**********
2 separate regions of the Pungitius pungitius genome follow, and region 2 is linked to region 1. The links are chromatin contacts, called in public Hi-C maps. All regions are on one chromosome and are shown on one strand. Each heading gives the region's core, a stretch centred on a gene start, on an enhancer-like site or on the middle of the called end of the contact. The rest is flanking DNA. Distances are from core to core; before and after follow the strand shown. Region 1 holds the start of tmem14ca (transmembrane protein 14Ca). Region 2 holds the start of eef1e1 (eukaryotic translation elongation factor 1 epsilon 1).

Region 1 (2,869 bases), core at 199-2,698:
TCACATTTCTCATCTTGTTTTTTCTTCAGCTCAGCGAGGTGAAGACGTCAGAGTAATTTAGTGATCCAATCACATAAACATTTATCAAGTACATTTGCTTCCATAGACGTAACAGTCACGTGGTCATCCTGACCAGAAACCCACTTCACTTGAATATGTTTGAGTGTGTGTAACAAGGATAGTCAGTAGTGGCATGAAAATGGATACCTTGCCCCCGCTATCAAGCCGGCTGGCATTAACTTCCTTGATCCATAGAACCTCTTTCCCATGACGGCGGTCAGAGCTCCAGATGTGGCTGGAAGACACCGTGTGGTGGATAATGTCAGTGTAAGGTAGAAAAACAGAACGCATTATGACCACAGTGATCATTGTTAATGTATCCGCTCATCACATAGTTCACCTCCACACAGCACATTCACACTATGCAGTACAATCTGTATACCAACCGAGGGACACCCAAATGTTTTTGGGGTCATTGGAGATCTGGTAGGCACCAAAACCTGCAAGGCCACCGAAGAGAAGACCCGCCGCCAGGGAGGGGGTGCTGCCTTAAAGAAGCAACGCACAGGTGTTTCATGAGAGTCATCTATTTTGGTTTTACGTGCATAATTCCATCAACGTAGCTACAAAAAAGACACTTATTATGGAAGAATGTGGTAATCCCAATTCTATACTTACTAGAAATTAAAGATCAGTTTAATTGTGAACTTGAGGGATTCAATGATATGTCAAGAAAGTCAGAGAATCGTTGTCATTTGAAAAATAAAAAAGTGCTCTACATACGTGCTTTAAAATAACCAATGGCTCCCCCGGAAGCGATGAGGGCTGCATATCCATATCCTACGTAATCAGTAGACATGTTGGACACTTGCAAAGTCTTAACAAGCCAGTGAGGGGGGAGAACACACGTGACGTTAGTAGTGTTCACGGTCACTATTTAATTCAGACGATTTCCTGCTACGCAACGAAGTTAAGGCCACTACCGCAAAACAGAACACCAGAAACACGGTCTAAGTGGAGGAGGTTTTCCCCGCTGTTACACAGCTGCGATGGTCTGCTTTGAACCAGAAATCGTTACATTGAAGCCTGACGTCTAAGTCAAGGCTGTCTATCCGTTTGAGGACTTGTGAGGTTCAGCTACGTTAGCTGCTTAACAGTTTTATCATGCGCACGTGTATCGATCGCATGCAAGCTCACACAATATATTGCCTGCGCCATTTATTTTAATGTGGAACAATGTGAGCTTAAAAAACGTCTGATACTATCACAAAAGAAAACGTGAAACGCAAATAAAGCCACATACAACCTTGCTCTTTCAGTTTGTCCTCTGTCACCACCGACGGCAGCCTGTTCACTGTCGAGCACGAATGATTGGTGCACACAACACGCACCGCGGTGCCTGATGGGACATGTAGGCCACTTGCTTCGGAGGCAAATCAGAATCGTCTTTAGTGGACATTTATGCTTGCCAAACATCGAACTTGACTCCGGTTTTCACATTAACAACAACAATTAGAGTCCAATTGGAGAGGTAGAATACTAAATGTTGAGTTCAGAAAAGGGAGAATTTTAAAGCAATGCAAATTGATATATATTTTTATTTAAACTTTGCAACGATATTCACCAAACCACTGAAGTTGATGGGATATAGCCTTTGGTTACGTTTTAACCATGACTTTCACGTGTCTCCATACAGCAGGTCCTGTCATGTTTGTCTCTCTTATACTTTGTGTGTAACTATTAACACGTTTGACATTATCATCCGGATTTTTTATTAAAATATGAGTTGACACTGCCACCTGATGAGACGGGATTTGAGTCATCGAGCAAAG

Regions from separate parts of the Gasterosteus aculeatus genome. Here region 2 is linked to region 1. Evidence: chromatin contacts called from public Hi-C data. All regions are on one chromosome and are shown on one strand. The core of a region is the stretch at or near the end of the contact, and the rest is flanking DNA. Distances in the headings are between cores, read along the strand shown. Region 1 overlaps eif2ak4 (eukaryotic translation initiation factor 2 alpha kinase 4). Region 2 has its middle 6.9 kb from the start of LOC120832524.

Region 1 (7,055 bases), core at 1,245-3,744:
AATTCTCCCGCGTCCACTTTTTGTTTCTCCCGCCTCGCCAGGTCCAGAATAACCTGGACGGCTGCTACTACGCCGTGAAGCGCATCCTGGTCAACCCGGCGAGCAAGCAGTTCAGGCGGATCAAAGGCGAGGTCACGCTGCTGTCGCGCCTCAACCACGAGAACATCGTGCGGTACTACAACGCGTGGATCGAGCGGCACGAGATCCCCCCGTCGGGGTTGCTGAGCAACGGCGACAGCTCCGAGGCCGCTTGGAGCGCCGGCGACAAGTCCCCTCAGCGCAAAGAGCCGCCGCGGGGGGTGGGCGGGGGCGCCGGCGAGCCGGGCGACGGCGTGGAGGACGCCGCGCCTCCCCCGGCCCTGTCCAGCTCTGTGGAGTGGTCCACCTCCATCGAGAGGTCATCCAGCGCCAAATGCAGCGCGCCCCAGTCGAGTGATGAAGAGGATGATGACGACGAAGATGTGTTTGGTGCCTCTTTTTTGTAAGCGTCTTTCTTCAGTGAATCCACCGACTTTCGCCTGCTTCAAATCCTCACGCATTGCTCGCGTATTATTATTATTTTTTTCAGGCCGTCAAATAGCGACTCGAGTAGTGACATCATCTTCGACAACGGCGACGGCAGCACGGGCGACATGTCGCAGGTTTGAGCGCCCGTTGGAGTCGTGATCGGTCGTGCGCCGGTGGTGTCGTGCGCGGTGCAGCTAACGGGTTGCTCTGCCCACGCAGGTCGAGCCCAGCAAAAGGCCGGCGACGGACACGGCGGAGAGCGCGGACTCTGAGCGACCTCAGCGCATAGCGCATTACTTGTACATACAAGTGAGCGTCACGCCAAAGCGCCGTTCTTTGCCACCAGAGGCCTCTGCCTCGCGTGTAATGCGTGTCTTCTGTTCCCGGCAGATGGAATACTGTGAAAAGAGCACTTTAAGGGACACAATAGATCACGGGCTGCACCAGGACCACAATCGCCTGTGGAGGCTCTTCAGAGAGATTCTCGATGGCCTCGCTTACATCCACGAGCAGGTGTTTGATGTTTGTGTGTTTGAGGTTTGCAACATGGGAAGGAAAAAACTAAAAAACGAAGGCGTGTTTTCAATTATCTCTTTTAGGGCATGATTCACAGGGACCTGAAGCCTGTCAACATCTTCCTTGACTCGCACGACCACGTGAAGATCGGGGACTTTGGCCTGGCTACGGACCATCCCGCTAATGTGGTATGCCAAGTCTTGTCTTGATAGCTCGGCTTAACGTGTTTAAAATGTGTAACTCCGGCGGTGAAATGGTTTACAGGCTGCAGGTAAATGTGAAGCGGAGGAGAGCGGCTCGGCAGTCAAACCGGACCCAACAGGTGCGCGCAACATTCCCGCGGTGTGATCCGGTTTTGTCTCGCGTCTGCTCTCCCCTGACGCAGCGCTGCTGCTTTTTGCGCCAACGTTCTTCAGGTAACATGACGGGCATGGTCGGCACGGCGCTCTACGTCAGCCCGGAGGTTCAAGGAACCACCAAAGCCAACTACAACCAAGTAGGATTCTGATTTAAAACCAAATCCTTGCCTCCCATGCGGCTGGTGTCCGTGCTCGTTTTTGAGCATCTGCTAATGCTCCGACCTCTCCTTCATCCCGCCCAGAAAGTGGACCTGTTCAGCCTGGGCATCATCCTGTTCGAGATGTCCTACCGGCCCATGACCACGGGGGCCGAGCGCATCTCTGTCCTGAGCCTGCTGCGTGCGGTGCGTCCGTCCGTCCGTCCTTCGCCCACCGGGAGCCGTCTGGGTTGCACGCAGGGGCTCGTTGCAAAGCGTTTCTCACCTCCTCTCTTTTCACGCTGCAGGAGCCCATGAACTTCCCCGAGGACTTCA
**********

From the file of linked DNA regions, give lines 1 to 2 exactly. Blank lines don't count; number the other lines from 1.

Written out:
2 separate regions of the Pungitius pungitius genome follow, and region 2 is linked to region 1. The links are chromatin contacts, called in public Hi-C maps. All regions are on one chromosome and are shown on one strand. Each heading gives the region's core, a stretch centred on a gene start, on an enhancer-like site or on the middle of the called end of the contact. The rest is flanking DNA. Distances are from core to core; before and after follow the strand shown. Region 1 holds the start of tmem14ca (transmembrane protein 14Ca). Region 2 holds the start of eef1e1 (eukaryotic translation elongation factor 1 epsilon 1).

Region 1 (2,869 bases), core at 199-2,698: